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NBA Playoff Journal, Apr. 25
by Larry Ness - 04/25/2016
Playoff Journal (April 25)
The 2016 NBA postseason tipped off back on April 16 with eight opening round series (2-2-1-1-1 format). The first 16 games were all contested with the higher-seed team owning the home court edge and in SIX of the eight series, the the higher seed swept both home games. The two exceptions being the East’s No. 2 seed (Toronto) losing Game 1 at home to the 7th-seed Pacers, before bouncing back to take Game 2. Over the the West, its No. 3 seed (OKC Thunder) blew out the sixth-seeded Mavs in Game 1 by the score of 108-70, only to lose Game 2, 85-84.
Home teams went 14-2 and 11-5 ATS in that set of games, with 12 of the 16 games staying under the closing number. The series then switched venues for two games in a row on the home court of the lower-seeded teams. NBA playoff history tells us that in best-of-seven series, only 16 of 270 previous teams to fall behind 0-2 in a series have come back to eventually win that series. That’s a miniscule 5.9% and in last 55 series to see one team go up 2-0, just TWO of those 55 series saw the team in an 0-2 ‘hole’ come back and win (3.6 percent). The “second set of 16 games” won’t be complete until tonight. However, with the switch in venues and the team with the worst record now owning the home court edge, home teams have gone a more modest 7-7 SU and 8-6 ATS. Unders continue to out-number overs, with NINE of the 14 staying under the total.
Two of the eight opening round series have ended in four-games sweeps, as the East’s No. 1 seed (Cleveland) swept the Detroit Pistons (but just 2-2 ATS), as LBJ is now 11-0 in first round playoff series in his career (his teams have gone 44-7 in individual games). The West’s No. 2 seed (San Antonio) took out the injury-depleted Memphis Grizzlies in a sweep as well, also going 2-2 ATS. Tim Duncan is no longer “the straw that stirs the drink” for the Spurs but with the completion of that series, he has passed Robert Horry for No. 2 in all-time postseason games played with 245 (Horry played in 244). Derek Fisher sits No. 1 all-time at 259. Duncan has now played in 155 winning postseason games, tying him with Horry and placing him second all-time to Fisher (161).
Six series remain and three will be contested tonight, with Miami at Charlotte (7:05 ET) and the LA Clippers at Portland (10:35 ET) playing Game 4s. The Hornets and Blazers both fell behind 0-2 but were able to win their Games 3s at home and both will have a chance to even their respective series at two-all in tonight’s contests. Boston was able to even its series at two-all by winning both home games against Atlanta over the weekend (Friday and Sunday), while the Rockets failed to win Sunday’s Game 4, after a controversial one-point win over the Warriors in Game 3 (last Thursday).
The Warriors won handily 121-94 on Sunday (taking a 3-1 series led) but of course, the biggest news coming out of the Golden St/Houston game was another injury to Steph Curry. He slipped while guarding Trevor Ariza at the first-half buzzer and banged his right knee on the floor. The reigning league MVP (almost assuredly this season’s MVP, as well) grabbed the knee and limped off to the locker room. Curry returned to the court after halftime and moved laterally to test the joint but he stopped and shook his head toward the bench. Shortly thereafter, he headed back to the locker room and was ruled out just after the second half began. He will undergo an MRI on Monday. NBA fans are “holding their collective breath!”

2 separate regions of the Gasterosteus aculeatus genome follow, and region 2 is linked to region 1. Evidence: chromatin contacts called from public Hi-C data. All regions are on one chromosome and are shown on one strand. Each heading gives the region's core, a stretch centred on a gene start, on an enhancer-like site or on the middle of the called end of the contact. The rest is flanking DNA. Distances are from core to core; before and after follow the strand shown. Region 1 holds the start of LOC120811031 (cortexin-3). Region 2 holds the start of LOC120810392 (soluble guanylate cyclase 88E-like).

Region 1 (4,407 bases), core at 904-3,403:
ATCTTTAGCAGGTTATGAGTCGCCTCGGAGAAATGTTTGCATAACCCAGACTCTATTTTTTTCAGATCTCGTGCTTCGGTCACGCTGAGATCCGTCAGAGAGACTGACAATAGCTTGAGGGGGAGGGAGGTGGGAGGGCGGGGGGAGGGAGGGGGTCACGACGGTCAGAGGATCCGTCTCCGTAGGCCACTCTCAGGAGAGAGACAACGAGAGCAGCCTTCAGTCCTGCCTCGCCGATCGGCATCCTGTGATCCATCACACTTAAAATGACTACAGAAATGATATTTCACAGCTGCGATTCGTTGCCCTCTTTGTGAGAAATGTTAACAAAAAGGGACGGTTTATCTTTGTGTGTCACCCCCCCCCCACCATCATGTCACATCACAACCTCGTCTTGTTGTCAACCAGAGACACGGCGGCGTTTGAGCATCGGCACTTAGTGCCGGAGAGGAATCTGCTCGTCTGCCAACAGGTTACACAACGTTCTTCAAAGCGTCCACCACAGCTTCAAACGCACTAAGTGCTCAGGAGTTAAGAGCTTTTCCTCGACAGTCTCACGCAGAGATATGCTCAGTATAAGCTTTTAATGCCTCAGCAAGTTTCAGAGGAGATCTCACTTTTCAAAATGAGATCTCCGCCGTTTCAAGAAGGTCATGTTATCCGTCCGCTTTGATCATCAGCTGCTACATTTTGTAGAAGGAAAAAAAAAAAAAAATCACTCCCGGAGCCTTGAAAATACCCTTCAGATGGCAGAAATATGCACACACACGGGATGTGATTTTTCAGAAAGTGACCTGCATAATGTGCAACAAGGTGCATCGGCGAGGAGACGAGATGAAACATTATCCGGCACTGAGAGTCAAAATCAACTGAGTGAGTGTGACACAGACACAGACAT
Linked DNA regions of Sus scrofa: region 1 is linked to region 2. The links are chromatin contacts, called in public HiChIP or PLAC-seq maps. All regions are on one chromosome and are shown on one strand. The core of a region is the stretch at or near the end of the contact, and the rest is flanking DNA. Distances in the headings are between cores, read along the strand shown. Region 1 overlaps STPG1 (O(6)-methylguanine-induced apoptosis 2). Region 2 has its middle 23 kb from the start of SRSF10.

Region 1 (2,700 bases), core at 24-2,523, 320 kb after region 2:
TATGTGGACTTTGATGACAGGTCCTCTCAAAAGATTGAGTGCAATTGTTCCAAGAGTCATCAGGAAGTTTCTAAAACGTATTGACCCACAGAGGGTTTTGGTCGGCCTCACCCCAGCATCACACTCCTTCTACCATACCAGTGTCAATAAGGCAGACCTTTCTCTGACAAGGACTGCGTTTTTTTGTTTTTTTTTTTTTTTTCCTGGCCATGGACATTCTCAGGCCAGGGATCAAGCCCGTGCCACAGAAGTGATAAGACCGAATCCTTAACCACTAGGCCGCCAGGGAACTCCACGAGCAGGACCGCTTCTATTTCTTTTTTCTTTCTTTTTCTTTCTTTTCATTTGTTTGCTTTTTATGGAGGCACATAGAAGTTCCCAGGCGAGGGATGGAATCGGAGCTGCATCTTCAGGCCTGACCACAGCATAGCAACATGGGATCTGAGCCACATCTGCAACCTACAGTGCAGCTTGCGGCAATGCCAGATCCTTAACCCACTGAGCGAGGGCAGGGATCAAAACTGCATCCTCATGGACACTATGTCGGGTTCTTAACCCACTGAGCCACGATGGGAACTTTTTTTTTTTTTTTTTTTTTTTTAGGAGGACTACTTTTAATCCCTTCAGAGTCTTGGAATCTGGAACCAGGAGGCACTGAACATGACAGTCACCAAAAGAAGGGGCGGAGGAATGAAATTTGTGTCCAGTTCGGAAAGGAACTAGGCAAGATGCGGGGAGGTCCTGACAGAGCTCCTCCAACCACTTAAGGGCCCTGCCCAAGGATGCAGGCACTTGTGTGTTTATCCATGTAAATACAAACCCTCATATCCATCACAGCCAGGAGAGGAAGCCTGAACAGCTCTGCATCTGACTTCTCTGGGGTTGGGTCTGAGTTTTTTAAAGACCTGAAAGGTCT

Up first on Monday is the Heat at the Hornets. Miami shot 57.6 and 57.9 percent in Games 1 and 2 at home, taking a 2-0 lead while scoring 123 and 115 points. However, the Heat shot just 34.2 percent (7 of 22 on threes) in Game 3, while scoring only 80 points, as the Hornets used an 18-0 third quarter run to win by 16 points. The victory ended a 12-game franchise postseason losing streak (last playoff victory had come back in 2002), as SIX Charlotte players scored in double digits. The Heat have largely dominated this series over the last seven seasons, winning 26 of the last 31 games but FOUR of the Hornets' five wins have come in the last five meetings in Charlotte. The Hornets are favored by 2 1/2 points in Game 4.
The second half of tonight’s TNT doubleheader will be the Clippers at the Blazers, a contest which will end that second set of 16 games I talked about earlier. Portland’s Lillard and McCollum both came up big in Game 3, as each shot 50 percent from the floor, scoring 32 and 27 points, respectively. The duo had combined to shoot 22 of 67 (32.8%) in the first two games at Staples Center, including 6 of 26 (23.1%) on threes. Despite Lillard’s and McCollum’s efforts, the Clippers led 85-81 in Game 3 with 3:35 remaining. However, as has so often been the case in the postseason for this franchise, closing a team out has been a HUGE issue. The Blazers outscored the Clippers 15-3 down the stretch to win 96-88 and can now even the series with a victory tonight. LA is favored by 3 1/2 points.
The first game of TNT’s doubleheader tonight is the Mavs at the Thunder (8:05 ET). OKC’s first two wins in this series came by 32 points (Game 1) and 29 points (Game 3), while Dallas eked out an 85-84 win in Game 2. Saturday, it was OKC’s turn to win a squeaker, 119-118. That victory gave the Thunder a commanding 3-1 series lead. OKC is favored by 14 1/2 points tonight, with a chance to close out the Mavs.
A quick check of the postseason records to-date. Home teams are 21-9 SU and 19-11 ATS, with 21 unders in the 30 games (70%) played so far. Those following the Zig-Zag theory are 13-9 ATS or plus-3.1 net games (a 4-0 Saturday sweep, sure helped!).
Tuesday’s journal by 12 noon ET.